Ecuador Laws / Ecuador Residency Visa / Ecuador Tourist Visa / Moving to Ecuador

Ecuador Residency Visa: One Family’s Experience

We continually receive inquiries about Ecuador Residency Visas.  We share our experience as best we can, but with the continually changing landscape in this subject area, it is often hard to follow.

The following post is by Kirsten, one of the people who went on our last Intro to Ecuador Tour, and is now planning her transition to this beautiful country.   She does a great job of sharing her experience.

WARNING:  Kirsten’s experience may not be your experience, so don’t get too wrapped up in the details.  They tend to change.  But use her dialog as as a guide for the kinds of things you may need to do, or at least be aware of.

KIRSTEN WRITES–We just about have all our paper work together for our Ecuador Tourist Visa. (just need to get the Spanish translations of all the documents notarized) .  Now we just need a few more green backs! Needless to say we lost quite a bit with the crises!

So far I have gotten the following papers together for Grace (our attorney from Cuenca) and the Ecuador Embassy.  Everything you send out needs a self-addressed envelope included with postage prepaid.  If I sent something to be apostilled I also included a photo copy of our passports for identity.  Money for the state could be in a check form, while money for the embassy for the Ecuador Tourist Visa had to be in a Post Office money order.

To get finger print cards call the FBI at this number 304-625-5590 and ask for the cards to be sent to your address and then go to your local police station to get fingerprinted.  Documents for the most part are to be apostilled in the state that they were issued. For example, I had to send our marriage certificate back to Florida for the apostille.

All documents must be notarized before being apostilled. FYI an Apostile is an international recognized stamp meaning that your document is the original or legal copy. In other words it is a international recognized Notarization of a legal document.

To get a 6 month tourist visa you must apply at the Embassy. You must have a 6 month visa to apply for an Ecuador residency visa. They want $200 for a visa (each), $30 for application (each), and $40 (one time) for the letter they write (in Spanish) stating that you have enough money per month income.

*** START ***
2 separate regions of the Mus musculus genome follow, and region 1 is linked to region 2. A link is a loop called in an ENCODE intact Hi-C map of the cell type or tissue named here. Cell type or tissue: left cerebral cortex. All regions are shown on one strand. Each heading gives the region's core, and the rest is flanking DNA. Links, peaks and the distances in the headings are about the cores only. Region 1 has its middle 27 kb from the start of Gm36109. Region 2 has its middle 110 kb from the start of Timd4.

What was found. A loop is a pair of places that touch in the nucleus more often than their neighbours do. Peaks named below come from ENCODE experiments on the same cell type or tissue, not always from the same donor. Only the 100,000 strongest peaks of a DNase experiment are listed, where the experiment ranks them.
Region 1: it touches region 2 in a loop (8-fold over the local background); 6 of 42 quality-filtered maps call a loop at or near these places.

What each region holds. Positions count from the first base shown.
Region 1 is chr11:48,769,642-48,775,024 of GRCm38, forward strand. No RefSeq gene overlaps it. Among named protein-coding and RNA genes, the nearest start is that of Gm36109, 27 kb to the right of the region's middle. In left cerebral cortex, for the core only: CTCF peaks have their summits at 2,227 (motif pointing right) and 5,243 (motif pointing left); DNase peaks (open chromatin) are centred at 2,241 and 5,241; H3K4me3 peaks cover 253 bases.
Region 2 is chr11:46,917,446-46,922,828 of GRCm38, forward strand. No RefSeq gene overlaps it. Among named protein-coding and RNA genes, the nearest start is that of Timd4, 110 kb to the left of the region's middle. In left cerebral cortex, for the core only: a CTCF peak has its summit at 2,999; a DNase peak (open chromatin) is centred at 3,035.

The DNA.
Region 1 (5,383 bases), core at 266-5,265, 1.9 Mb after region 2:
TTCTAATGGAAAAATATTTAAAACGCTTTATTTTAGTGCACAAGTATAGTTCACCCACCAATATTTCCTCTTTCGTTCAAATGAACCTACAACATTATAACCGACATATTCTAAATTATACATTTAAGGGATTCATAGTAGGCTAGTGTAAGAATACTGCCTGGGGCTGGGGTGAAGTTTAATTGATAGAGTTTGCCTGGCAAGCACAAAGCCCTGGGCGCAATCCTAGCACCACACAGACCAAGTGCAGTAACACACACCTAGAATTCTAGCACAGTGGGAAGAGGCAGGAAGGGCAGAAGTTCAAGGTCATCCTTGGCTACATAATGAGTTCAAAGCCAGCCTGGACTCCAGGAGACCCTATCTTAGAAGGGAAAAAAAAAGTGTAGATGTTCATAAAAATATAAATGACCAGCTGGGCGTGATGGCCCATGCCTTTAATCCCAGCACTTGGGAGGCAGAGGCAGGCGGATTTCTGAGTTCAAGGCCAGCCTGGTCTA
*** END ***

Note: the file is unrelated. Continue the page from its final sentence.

So for two people it will cost a total of $500. To get the required info for a Visa 12-IX (6 months)go to www.ecuador.org and pull up the Servicios Consulares in Spanish (no english yet). (Another good website is sponsored by the national police. Click here  There is an English link)

The other costs are for Apostilles which vary from state to state($15.00 to $40.00 each), Notarization $5 to $20 each, police statements $10 to $30, translations $20 to $40 each document, and postage.  I usually registered everything.

Here is a list of all the documents for the Embassy and Attorney Grace that you need to get your Ecuador Residency Visa and Ecuador Tourist Visa:

Each document has to be notarized, then translated and notarized to state that the translation is from the original document, then apostilled.

Spanish letter stating you have enough monthly income from Embassy
Certificado de Visacion – from Embassy
Solicitud De Visa – from Embassy
Marriage Certificate
Police Criminal Record Check for each person – state police does this (local police can do it too)
Finger Prints for each
Health letter from doctor stating you are free of AIDS & any other
Communicable Diseases for each of you – you get a blood test – needs
to be a formal letter with doc’s stamp and signature
Document showing your monthly income (or available resources)
Round trip ticket for the Embassy – send photo copy
2 passport photos for Embassy for each of you and 4 for Grace

Due to bureaucratic ineptitude it took us a long time to get everything done. For example they did not tell us we needed documents to be notarized before they could get apostilled!  FBI forget to send cards! Etc. etc., you get the drift.  In the end it has taken us about 2 and a half months to get it all done, but we are well on our way to getting our Ecuador Residency Visa.

Hope this helps. Mind you I have not sent the stuff (photo copies of everything)
to  Grace yet. Who knows what she will still need? The residency visa application process will only take place when we go to Ecuador.